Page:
The first Americans could have taken a coastal route into the New World

Glacial retreat had cleared a path along Alaska’s shores by 17,000 years ago

Geologist Alia Lesnek

DEICED PASSAGE  Rocks on an Alaskan island display smooth surfaces covered by cracks created when ice once moved over them. Alia Lesnek (shown) and colleagues have determined that ice on this and three nearby islands retreated about 17,000 years ago, just before ancient humans colonized the Americas.

Jason Briner

Ancient colonizers of the Americas could have traveled down Alaska’s Pacific coast in canoes or other sea vessels around 17,000 years ago, a new study finds.

At that time, toward the end of the last ice age, glaciers had just receded from a cluster of southern Alaskan islands, say geologist Alia Lesnek of the University at Buffalo in New York and colleagues. Life-supporting habitats appeared soon after the ice melted, the scientists report May 30 in Science Advances.

southeastern Alaskan coast
COASTING DOWN Analyses of rocks on four islands off southeastern Alaska’s coast (black rectangle shows location of the studied islands) indicate that humans could have reached the Americas around 17,000 years ago by taking a coastal route (orange) rather than going inland to an ice-free corridor (red). A.J. Lesnek et al/Science Advances 2018
The study is the latest to weigh in on the debate over how humans spread into the New World after arriving from Asia and reaching as far as Florida and South America by 14,500 years ago ( SN: 6/11/16, p. 8 ; SN: 12/26/15, p. 10 ). Previous work has hinted that an inland, ice-free corridor from Alaska through what’s now British Columbia and into the United States may not have contained enough vegetation and wildlife to enable human travel before around 12,600 years ago ( SN Online: 8/10/16 ). New geologic evidence supports the idea of a coastal route, though Lesnek’s team found no human bones or artifacts on the islands.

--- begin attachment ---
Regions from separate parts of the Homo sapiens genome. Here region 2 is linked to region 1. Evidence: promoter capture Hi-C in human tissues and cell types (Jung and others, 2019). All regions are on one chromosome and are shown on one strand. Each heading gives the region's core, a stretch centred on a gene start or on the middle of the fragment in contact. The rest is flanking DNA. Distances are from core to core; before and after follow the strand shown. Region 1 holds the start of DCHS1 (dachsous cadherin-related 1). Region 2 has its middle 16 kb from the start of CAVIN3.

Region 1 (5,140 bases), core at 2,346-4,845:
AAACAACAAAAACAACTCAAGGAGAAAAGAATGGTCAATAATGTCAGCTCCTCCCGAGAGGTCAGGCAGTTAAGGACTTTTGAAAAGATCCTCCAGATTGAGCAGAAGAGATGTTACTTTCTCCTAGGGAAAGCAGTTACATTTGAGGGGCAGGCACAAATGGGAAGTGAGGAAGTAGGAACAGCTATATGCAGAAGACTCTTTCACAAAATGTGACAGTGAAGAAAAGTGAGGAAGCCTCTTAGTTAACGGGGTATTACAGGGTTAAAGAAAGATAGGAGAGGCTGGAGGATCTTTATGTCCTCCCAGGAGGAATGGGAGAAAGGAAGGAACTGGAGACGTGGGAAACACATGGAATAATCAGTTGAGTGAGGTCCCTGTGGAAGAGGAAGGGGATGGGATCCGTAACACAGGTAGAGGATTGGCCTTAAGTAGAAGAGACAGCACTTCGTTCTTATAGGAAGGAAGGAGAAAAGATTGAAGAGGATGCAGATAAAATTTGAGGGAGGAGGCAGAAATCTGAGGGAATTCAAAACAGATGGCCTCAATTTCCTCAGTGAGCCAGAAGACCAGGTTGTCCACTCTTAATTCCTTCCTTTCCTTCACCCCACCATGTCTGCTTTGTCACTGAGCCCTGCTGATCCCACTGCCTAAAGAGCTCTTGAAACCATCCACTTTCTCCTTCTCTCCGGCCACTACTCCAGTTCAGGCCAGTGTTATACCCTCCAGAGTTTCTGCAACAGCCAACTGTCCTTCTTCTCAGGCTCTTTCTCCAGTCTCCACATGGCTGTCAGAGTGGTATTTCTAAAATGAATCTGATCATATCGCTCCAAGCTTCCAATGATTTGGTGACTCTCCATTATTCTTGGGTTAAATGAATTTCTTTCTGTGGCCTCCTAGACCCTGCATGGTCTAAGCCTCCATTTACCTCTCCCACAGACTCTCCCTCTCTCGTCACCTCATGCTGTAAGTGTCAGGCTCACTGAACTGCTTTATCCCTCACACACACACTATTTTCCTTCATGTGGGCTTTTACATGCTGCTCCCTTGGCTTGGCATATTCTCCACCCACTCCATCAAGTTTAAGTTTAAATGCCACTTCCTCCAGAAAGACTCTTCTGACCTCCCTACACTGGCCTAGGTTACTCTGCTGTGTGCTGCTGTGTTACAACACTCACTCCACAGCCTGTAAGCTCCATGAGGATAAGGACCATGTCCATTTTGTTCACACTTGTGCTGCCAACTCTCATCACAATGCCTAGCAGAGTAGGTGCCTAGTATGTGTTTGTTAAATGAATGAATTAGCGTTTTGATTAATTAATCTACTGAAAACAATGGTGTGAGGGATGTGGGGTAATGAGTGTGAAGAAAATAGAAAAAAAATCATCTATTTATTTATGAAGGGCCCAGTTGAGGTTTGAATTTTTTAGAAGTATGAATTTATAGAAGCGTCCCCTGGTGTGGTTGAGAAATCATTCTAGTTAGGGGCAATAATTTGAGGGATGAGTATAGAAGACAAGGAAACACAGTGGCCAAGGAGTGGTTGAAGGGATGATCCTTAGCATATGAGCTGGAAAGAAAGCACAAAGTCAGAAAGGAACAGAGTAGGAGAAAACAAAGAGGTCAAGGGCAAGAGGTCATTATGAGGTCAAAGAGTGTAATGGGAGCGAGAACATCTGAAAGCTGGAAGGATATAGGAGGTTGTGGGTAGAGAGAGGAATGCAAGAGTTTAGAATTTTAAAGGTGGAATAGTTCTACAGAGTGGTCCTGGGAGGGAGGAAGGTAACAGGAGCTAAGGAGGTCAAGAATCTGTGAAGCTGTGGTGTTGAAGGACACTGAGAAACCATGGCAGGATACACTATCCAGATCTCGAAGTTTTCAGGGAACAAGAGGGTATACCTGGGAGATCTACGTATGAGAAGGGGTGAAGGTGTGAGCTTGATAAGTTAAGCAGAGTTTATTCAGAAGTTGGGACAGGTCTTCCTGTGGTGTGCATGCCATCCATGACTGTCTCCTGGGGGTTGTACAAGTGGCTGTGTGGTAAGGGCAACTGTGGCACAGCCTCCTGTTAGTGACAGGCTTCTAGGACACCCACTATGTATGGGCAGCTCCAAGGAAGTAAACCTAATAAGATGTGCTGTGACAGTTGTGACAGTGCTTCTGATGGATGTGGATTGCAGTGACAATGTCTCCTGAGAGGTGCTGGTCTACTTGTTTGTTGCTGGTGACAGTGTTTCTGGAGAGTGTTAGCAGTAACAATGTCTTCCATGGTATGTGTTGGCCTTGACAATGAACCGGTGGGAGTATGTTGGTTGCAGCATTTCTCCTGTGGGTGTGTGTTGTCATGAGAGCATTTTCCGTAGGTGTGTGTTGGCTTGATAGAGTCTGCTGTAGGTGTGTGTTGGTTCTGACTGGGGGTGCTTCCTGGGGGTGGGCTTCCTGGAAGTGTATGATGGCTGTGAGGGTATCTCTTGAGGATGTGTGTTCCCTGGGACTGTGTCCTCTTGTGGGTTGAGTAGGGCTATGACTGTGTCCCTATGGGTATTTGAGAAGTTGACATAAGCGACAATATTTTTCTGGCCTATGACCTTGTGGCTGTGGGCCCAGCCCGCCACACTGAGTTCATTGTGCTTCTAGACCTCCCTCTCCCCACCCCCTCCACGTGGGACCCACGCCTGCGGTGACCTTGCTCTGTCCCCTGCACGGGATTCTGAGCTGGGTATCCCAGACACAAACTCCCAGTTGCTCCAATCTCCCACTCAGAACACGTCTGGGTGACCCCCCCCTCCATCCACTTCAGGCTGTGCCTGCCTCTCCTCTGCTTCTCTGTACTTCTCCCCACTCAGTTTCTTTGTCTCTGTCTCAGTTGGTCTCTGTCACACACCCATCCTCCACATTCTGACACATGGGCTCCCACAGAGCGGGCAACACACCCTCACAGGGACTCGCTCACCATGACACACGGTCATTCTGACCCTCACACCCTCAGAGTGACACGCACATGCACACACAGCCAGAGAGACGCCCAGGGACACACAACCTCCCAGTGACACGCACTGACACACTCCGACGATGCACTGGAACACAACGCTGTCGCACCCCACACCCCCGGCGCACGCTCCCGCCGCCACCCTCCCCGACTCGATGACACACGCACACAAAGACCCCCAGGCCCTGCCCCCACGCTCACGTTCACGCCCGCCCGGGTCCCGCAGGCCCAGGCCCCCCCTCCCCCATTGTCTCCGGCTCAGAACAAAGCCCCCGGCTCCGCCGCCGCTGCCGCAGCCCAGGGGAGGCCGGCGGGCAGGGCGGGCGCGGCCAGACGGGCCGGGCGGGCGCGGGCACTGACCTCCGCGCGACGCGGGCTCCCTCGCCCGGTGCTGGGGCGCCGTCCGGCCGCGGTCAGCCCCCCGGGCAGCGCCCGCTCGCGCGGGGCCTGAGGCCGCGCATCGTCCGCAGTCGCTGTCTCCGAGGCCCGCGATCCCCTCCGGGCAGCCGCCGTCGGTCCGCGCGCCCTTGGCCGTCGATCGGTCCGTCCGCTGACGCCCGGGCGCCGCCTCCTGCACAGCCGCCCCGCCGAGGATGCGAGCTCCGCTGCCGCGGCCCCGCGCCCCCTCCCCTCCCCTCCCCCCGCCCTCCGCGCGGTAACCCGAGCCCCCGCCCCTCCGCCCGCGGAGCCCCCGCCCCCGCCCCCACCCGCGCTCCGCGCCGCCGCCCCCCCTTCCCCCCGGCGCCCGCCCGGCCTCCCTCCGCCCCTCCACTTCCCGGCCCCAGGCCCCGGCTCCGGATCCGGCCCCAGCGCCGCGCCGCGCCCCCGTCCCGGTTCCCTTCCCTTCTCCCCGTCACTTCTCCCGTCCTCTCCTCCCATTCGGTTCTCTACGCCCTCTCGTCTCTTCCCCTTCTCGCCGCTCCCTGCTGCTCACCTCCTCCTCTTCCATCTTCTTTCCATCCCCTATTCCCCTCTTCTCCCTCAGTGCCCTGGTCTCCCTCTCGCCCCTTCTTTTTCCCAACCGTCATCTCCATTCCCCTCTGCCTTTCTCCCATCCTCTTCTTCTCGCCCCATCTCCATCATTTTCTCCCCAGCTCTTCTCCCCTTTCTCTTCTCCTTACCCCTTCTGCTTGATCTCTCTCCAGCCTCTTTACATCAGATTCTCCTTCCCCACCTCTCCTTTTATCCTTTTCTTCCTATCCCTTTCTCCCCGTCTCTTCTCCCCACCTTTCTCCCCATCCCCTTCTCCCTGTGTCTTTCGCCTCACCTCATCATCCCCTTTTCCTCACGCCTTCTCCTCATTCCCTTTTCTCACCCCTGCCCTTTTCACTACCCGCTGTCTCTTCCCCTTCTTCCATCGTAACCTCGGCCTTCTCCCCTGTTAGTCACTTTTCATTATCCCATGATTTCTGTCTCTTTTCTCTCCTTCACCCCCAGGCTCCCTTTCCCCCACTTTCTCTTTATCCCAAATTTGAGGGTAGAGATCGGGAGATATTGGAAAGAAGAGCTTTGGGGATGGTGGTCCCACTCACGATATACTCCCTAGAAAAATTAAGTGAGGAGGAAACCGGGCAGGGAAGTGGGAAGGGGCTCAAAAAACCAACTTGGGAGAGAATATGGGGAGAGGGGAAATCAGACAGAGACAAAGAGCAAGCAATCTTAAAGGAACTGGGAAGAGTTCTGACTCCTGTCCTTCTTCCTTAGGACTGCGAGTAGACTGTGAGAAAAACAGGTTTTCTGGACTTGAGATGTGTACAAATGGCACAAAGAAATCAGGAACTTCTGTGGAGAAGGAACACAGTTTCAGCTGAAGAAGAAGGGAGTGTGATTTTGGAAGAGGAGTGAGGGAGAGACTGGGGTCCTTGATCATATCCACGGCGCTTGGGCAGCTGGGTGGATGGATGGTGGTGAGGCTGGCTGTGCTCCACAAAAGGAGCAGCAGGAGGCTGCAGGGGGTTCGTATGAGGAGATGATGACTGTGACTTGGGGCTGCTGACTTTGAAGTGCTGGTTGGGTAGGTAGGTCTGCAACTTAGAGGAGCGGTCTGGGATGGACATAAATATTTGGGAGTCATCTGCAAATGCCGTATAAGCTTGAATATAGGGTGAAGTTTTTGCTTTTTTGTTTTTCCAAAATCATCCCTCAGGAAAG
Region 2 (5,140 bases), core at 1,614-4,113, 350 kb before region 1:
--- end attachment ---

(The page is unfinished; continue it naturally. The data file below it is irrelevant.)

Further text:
Measures of chemicals that accumulate in rock due to cosmic radiation once glaciers retreat provided age estimates for when four Alaskan islands lost their ice coat. An open pathway for coastal travelers probably existed along the entire southeastern Alaskan coast roughly 17,000 years ago, the scientists say. Radiocarbon dates for a ringed seal’s remains found on a southern Alaskan island indicate that the seal lived about 17,000 years ago, suggesting the area became habitable soon after glaciers left.

More Stories from Science News on Climate

From the Nature Index

Paid Content